Herschelle Gibbs was always an advocate of power-hitting at the top of the order. Over 8,000 runs in 248 ODIs with 21 centuries -most of them as an opener -sum up Gibbs’ class and utility for South Africa for close to two decades.
His international career might have come to an end but Gibbs can’t wait to sit with a bottle of beer at his home in Cape Town to watch India and South Africa square off at the MCG on Sunday . For the former Deccan Chargers and Mumbai Indians star, the match at the `G’ will be a battle of flashing willows.
“India and South Africa are two of the biggest teams in the tournament and definitely the two favourites. The MCG will be buzzing on Sunday and kind of batting talent that we have in the two sides, it’ll definitely be a high-scoring encounter,” Gibbs told TOI from Cape Town on Thursday .
Gibbs believes there are ‘mini-battles’ that will ultimately decide the fate of this contest. For starters, there’s the contest between the two sets of the openers.
“(Hashim) Amla has been in sensational touch over the last six months and Quinton de Kock always loves Indian bowling, as his three tons on the trot in South Africa show us. The Indian openers are equally dangerous as I believe Shikhar (Dhawan) is finding his touch just at the right time,” Gibbs, who scored 1,067 runs against India at an average of 44, said.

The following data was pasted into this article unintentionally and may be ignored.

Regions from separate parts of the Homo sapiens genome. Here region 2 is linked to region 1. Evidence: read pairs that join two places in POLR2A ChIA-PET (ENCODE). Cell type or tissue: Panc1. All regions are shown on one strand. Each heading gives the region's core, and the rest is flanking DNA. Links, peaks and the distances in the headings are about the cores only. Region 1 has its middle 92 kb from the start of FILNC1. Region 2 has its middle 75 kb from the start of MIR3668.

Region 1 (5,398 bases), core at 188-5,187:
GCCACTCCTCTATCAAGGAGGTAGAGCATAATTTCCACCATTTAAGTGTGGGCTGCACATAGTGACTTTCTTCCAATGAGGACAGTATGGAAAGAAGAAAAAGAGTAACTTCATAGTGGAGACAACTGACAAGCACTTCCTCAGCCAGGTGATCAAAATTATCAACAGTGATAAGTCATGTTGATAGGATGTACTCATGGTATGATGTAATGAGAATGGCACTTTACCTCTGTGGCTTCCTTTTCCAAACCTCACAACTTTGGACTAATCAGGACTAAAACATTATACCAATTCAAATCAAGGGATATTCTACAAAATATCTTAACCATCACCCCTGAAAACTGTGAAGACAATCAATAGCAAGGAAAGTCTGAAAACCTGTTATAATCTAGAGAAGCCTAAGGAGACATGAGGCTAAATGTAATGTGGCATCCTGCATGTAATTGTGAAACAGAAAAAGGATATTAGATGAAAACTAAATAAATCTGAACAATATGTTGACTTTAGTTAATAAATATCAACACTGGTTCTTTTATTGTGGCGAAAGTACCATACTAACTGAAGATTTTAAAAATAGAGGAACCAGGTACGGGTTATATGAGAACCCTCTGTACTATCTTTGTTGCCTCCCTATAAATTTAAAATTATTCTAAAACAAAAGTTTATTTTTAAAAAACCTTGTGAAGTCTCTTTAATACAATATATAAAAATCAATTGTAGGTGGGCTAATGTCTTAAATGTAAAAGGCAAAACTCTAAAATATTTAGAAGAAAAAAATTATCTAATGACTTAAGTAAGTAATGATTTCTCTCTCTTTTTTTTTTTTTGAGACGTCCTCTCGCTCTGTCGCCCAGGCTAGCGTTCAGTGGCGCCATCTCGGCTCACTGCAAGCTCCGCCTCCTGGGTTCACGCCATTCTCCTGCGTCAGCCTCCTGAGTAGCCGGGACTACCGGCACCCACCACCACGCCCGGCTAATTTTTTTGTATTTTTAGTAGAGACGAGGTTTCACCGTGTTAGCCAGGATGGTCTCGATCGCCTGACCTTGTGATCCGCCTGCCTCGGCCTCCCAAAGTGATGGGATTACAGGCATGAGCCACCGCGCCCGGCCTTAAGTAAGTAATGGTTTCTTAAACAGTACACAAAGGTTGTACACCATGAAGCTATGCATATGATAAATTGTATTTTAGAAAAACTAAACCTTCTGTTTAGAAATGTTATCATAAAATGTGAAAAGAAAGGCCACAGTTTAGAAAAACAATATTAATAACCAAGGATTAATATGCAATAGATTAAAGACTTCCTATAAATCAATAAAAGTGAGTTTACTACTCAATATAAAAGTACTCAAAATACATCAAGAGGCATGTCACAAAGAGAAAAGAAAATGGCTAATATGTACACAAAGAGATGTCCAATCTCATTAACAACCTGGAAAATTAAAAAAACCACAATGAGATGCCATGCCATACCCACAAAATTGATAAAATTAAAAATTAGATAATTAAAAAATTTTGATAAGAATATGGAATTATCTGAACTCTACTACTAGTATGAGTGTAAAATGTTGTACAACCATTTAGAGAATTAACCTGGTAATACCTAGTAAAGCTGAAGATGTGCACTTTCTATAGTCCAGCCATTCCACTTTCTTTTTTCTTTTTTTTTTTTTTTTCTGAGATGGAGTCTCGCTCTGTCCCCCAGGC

The biggest hurdle for South Africa, feels Gibbs, is Virat Kohli. SA are the only team against whom Kohli doesn’t have a ODI century and the Indian vice-captain will be eager to rectify that record. “The performance of South African pacers Dale Steyn and Morne Morkel against Kohli could be critical. Kohli is a big-match player and SA know it,” he added.
Gibbs is not concerned about his team’s middle order and believes Michael Hussey’s addition as a consultant was unnecessary.(David) Miller and (JP) Duminy have been in phenomenal form and have been fully utilizing the powerplay as well as the death overs. That’s why I believe that Hussey will not be able to add much value in this department.
“My cause for concern is the lower middle-order, which is quite light compared to other stronger teams like Australia. We don’t seem to have quality all-rounders to fill this void at the moment,” the Cape Cobras batsman said.